The question posed by this project is not necessarily an easy one to answer. For a start, we could get into all sorts of complicated philosophical discussions about what “important” means. Or what “science” means. However, I’m always disappointed when I hear other science teachers saying trite things like “it’s important to teach science because science is everywhere”.
Science isn’t everywhere. If you look inside your fridge, you won’t find science. You might need science to understand how a fridge works and science may be responsible for the increased energy efficiency of your fridge, but science is not in your fridge.
A variation on the “science is everywhere” answer is “because we live in a technological world”. But you don’t need science to use your shiny new iphone. You don’t need science to use your satnav. In fact, the more lovely these gadgets get, the less science the person using them needs to know. Back when I was a young geek, building my own stereo, a little scientific knowledge was useful. Now when my ipod dies I can’t even open the thing to take a look. It is a mistake to think that people need to know about science to live in a technologically advanced society. Yes, we need scientists to help us make ever-smaller gadgets with ever-increasing functions, but the rest of the population does not need to understand science to use the technology or to appreciate it.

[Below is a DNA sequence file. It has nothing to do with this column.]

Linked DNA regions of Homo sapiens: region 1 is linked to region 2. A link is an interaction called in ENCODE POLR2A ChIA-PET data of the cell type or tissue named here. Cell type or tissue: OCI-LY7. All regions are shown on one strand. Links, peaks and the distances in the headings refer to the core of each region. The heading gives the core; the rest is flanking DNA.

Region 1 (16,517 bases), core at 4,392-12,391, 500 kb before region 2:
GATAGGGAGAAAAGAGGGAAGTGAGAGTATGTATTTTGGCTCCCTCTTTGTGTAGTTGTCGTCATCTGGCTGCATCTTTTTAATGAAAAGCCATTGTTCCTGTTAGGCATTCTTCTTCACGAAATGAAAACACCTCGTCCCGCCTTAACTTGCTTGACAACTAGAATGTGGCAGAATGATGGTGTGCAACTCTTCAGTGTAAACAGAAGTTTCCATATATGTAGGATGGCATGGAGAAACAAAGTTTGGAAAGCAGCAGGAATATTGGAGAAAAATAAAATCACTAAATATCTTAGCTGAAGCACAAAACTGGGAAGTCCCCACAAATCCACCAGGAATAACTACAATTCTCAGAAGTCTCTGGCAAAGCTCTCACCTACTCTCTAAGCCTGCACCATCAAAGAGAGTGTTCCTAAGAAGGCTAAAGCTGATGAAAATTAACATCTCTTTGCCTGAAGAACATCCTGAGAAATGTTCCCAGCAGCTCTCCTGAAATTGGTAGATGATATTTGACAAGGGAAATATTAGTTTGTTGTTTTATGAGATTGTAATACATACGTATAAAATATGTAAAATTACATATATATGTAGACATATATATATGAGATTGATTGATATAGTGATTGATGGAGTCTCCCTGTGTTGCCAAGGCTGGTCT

Another poor answer to this question, perhaps the one that winds me up the most, is “because there are lots of jobs that need science”. This is the possibly the most unimaginative response I have heard…and I’ve heard it from far too many teachers. Maybe it’s not their fault, perhaps they’ve been brainwashed by poster campaigns like this one:
It is depressing. Physicists worked out how to put people on the moon, they unlocked the secret to what makes the stars shine and they have just built a machine that will recreate the conditions that existed a fraction of a second after the big bang…and yet the people responsible for promoting Physics to our students come up with stuff like this. I know it’s a “careers” poster, but even so, I can’t help but think there are better ways to make a child stop and think that Physics might be worth studying.
I know that I am going to antagonise some of my colleagues in the profession by writing this…but the fact is that I have been deeply unimpressed by the responses from some teachers to the question “why is science important?” and that worries me. Because if science teachers themselves do not have a convincing answer to the question, it is hardly surprising if our students leave school without one.